Audiences Are “Falling Slowly” in Love with “Once”

By Audrey Matusz

Tony award winning Broadway musical, Once, has arrived to the Wharton Center to tell audiences a classic when “Guy Meets Girl” story that is everything but traditional.

The audience meets the “Guy”, he is seriously contemplating walking away from his dream to be a musician. When he meets a Czech immigrant, “Girl,” her enthusiasm for his music restores new life in his ambitions. Their connection through music grows into a studio album as well as a deep, complicated love for one another.

The play is based on John Carney’s 2007 low-budget film that became a nationally recognized indie gem. The theatrical production remains true to the film and the highly acclaimed film score, including the Oscar winning song “Falling Slowly.” The cast functions as an on-stage orchestral pit. Matt DeAngelis plays the Girl’s fun loving roommate, Švec, which required him to learn the mandolin and banjo.

“I play five instruments in the show; I play mandolin, banjo, guitar, drums, and percussion…I played drums for 13 years and I’ve only played guitar well for, like, a year and a half. And I don’t read music so I had to figure it out on the fly.” DeAngelis said.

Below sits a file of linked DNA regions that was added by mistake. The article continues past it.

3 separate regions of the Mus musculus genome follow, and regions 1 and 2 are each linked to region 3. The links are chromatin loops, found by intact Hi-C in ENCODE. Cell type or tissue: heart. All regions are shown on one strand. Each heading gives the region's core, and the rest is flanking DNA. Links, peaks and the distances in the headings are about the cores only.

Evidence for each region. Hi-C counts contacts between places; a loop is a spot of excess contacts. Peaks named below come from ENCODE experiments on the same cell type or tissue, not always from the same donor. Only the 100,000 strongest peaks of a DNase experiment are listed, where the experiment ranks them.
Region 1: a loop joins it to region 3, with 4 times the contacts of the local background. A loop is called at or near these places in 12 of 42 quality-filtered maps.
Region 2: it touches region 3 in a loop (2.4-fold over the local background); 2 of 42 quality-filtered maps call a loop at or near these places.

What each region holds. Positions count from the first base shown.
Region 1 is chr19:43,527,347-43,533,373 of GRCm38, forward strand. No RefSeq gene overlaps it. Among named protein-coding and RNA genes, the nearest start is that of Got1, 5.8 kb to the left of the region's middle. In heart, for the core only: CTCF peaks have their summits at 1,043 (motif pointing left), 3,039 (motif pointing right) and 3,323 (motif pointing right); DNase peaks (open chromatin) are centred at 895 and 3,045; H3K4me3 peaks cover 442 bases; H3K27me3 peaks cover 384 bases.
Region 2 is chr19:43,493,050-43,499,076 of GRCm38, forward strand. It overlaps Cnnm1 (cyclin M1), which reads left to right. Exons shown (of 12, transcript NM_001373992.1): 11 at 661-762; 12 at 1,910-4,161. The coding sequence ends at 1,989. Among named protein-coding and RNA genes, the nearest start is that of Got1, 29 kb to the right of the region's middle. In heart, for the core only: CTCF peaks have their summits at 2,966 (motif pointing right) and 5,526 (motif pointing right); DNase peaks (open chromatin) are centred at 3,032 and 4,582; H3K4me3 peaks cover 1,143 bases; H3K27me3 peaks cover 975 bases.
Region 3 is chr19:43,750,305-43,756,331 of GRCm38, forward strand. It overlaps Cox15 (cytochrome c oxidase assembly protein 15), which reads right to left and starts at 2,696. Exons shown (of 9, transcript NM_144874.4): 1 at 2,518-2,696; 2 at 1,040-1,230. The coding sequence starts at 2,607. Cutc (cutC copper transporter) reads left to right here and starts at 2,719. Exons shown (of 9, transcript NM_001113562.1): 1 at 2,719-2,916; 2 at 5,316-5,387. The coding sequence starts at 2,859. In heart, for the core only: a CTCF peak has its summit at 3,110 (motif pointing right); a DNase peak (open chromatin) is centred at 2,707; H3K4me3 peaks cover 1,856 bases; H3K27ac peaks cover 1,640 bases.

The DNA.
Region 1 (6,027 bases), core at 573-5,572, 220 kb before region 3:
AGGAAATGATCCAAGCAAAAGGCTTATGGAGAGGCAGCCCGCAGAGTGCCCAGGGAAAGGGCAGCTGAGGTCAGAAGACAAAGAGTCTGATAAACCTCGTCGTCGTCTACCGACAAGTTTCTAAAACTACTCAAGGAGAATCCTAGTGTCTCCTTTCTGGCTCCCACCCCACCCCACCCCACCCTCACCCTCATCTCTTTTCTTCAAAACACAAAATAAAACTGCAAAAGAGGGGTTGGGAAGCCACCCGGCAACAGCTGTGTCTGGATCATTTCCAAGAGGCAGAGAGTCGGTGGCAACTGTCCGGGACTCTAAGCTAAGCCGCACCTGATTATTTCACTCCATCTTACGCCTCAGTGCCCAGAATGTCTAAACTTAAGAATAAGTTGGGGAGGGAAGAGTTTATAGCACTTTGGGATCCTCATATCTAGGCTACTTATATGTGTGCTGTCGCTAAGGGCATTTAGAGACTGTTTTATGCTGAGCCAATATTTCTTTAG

DeAngelis was part of Broadway and West End Company’s first national tours for Hair as well as the first national tour of Green Day’s American Idiot. DeAngelis says that being a cast member on Once has been a unique experience because it requires him to also think like a musician.

“I’ve been very fortunate to be a part of three distinct companies that all were very close and I think that the work did that…[in Once] We all play music together and so I think that’s huge; the fact that we’re a band and the fact that we have to listen to each other every night. You can never go on stage and just mail it in because if you’re not listening you can’t play the songs.” DeAngelis said.

To keep with the theme of the Dublin-based film, the stage has transformed into an Irish Pub that the audience can order drinks from before the show and during intermission. In addition to the ambiance, cast members come out to the stage to warm up and play folk songs. The friendly atmosphere of the stage speaks to the humble and intimate-nature of this project.

Bob Hoffman, manager of public relations at the Wharton Center, describes Once as “romantic and powerful.”

“It leaves you thinking.” Hoffman said.

Once is showing at the Cobb Great Hall in the Wharton Center until Sunday, Oct. 19. Tickets start at $34 and can be purchased online at or at the ticket office.

Audrey sat down with Matt DeAngelis to talk about the performance.